Zen-Noh Hay does a lot of down payments, and the industry norm is 50 to 75 percent down when contracts are signed at the start and during the growing season, he said.

When told of Zen-Noh Hay's new program, Mark Anderson, president and CEO of Anderson Hay and Grain Co., Ellensburg, Wash., said it is "very aggressive" and "will put a lot of pressure on the industry" for cash flow to secure hay.

"There are a lot of different payment terms in the industry. It will put a lot of pressure on people who work off growers' money," Anderson said.

Hirai said the new payment program will be a game changer in the area in which the company buys hay. It gets 80 to 85 percent of its hay in the Columbia Basin within 90 miles of Pasco, he said. Some is purchased in Oregon and Idaho and, depending on weather damage and the availability of premium export hay, buying can stretch into Alberta, Montana and northern Utah, he said.

The company buys from 40 to 60 growers, he said.

Nick Gombos, supply chain manager of ACX Pacific Northwest, Bakersfield, Calif., said, "Wow" when told of the quick payment but said he doesn't see it as a big game changer. ACX and a couple other companies track purchases online and pay within a week, he said.

It probably will pressure some exporters and dairies but a lot of farmers prefer later payments for tax purposes, Gombos said.

"Commodity prices are still high and with historic profits. It's probably not as big a deal buster as several years ago when prices were low and farmers needed cash," he said.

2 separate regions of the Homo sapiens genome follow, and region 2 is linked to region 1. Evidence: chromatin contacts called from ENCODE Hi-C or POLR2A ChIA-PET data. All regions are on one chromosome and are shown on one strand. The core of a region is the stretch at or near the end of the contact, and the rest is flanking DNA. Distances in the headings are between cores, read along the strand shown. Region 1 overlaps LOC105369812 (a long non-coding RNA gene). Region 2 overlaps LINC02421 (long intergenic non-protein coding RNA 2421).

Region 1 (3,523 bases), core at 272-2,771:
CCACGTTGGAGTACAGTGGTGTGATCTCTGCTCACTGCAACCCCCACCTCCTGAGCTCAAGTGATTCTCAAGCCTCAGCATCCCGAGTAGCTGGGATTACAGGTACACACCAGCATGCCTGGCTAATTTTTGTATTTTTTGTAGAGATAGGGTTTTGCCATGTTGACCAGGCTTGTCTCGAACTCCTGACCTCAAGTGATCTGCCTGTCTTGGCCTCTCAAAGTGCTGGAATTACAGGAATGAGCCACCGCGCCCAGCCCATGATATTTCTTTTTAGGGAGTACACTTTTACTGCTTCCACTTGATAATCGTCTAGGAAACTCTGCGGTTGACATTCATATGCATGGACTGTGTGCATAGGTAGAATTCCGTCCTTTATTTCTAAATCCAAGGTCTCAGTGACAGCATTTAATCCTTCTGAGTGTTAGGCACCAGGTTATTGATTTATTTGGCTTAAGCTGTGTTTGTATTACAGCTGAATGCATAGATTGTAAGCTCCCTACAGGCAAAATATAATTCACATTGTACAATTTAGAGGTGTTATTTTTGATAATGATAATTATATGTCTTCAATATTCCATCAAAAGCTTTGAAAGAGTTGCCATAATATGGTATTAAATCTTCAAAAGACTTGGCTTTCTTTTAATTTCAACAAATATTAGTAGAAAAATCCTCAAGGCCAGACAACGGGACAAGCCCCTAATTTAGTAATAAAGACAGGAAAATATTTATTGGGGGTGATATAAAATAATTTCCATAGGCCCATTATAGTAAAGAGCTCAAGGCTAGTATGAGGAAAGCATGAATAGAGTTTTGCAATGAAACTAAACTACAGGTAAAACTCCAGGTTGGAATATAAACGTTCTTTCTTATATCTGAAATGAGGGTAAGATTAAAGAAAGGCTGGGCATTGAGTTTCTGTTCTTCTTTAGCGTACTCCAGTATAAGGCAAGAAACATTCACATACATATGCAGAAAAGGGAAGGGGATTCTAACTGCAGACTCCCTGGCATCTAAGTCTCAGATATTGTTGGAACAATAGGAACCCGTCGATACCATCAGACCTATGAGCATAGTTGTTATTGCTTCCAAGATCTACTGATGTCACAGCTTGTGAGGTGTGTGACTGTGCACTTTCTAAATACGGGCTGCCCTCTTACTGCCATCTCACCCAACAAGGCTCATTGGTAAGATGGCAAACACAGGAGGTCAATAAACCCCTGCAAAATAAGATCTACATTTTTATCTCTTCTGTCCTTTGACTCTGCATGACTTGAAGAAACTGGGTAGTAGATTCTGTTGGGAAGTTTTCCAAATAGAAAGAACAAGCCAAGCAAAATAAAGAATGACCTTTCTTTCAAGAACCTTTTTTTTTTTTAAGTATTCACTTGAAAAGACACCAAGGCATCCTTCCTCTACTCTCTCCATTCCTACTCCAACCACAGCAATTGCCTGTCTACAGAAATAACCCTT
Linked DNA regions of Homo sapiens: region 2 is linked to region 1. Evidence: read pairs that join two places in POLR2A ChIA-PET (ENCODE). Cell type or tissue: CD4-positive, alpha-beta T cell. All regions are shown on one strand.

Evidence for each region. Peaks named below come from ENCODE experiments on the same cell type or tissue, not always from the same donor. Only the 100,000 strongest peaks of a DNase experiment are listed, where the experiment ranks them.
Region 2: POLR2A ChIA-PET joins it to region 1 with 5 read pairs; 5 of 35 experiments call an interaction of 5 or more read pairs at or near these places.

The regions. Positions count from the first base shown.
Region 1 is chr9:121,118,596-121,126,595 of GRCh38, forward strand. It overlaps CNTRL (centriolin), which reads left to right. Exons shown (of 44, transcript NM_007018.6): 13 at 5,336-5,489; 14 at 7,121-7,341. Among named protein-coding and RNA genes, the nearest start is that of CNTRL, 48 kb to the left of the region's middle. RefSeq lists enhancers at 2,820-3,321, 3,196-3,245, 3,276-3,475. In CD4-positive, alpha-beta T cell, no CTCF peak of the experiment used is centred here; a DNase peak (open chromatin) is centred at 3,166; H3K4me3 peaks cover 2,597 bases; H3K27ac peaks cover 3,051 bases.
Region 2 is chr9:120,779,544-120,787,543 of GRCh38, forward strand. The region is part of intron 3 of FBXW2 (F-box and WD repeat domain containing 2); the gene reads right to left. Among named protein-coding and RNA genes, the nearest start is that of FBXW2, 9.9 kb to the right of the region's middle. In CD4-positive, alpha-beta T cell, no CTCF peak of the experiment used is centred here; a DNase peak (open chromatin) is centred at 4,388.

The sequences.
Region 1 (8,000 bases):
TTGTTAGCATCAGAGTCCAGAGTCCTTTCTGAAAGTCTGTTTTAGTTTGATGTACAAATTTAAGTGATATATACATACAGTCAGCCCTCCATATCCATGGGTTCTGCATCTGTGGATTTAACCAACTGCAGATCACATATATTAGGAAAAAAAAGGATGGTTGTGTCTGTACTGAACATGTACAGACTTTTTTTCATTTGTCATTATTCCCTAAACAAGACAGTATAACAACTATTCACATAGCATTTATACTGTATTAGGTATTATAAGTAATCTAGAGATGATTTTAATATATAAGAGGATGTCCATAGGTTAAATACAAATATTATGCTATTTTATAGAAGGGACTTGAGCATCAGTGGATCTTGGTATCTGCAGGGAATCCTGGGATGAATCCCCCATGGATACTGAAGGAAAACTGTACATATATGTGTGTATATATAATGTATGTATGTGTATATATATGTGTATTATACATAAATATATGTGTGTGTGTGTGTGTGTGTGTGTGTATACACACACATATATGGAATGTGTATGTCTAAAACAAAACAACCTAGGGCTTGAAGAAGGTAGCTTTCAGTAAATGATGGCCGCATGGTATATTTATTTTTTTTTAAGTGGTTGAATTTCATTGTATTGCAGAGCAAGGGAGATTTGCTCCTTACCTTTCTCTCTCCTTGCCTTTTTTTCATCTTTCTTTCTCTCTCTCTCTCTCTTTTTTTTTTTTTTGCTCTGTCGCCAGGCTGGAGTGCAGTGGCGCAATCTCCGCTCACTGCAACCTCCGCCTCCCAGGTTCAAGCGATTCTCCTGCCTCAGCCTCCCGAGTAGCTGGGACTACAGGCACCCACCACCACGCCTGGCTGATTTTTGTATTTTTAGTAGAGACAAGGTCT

Hirai said some companies pay on the same day in special circumstances but no one broadcasts that they do so.

"We're letting everyone know that if they sign up for it we will pay," he said. "No one else is doing that."

Growers who prefer later payments still will be able to get that, he said.

Chep Gauntt, a Kennewick grower and a past president of the Washington State Hay Growers Association, said quick payment "absolutely" pressures other exporters and possibly dairies and allows Zen-Noh Hay to get the cream of the crop.

"They've always been competitive with their prices and this could be a game changer in the standpoint that they will suck in more premium growers," he said.

Gauntt said he's had excellent dealings with Zen-Noh Hay since 1997, that it keeps exceptional records and always pays when it says it will.

Brad Higgins, a Lewiston, Idaho, grower in his third year of selling to Zen-Noh Hay, said he's impressed with its professionalism and that it demands quality that he likes to be associated with. He called the quick payment program "awesome" and "leading edge" that growers appreciate.

ACX and Anderson Hay have increased their buying and shipping from the Pacific Southwest in the last couple of years because ocean shipping can be less than one-third the cost out of Los Angeles ports compared with Seattle and Tacoma.

All Zen-Noh hay is shipped from Seattle and Tacoma. Japanese buyers are willing to pay higher costs because Columbia Basin hay is the best quality, Hirai said.

Japan is more focused on quality while China and the Middle East look more for the best price, he said.

Beside being competitive, quick payment and increased warehouse storage eliminates liability issues that can arise with growers if hay is damaged or destroyed by weather or fire while being stored on a farmer's property before delivery, Hirai said.

Safety liability of employees hoisted in equipment to tarp high outside hay stacks also is eliminated, Schwendiman said.

"The parent company is big on safety. We're three weeks away from three years with no lost-time accidents," Schwendiman said.

A goal in the new facility is to unload incoming trucks as quickly as possible to save time so trucks can haul more loads, he said. Trucks will be unloaded inside using four new squeeze-operated lift trucks and three telehandlers, telescoping boom forklifts.

The plant has one hay press and a cubing operation producing 1 1/4-inch square hay cubes.

Zen-Noh Hay says it employs about 50 people and contributes more than $30 million annually to the local economy.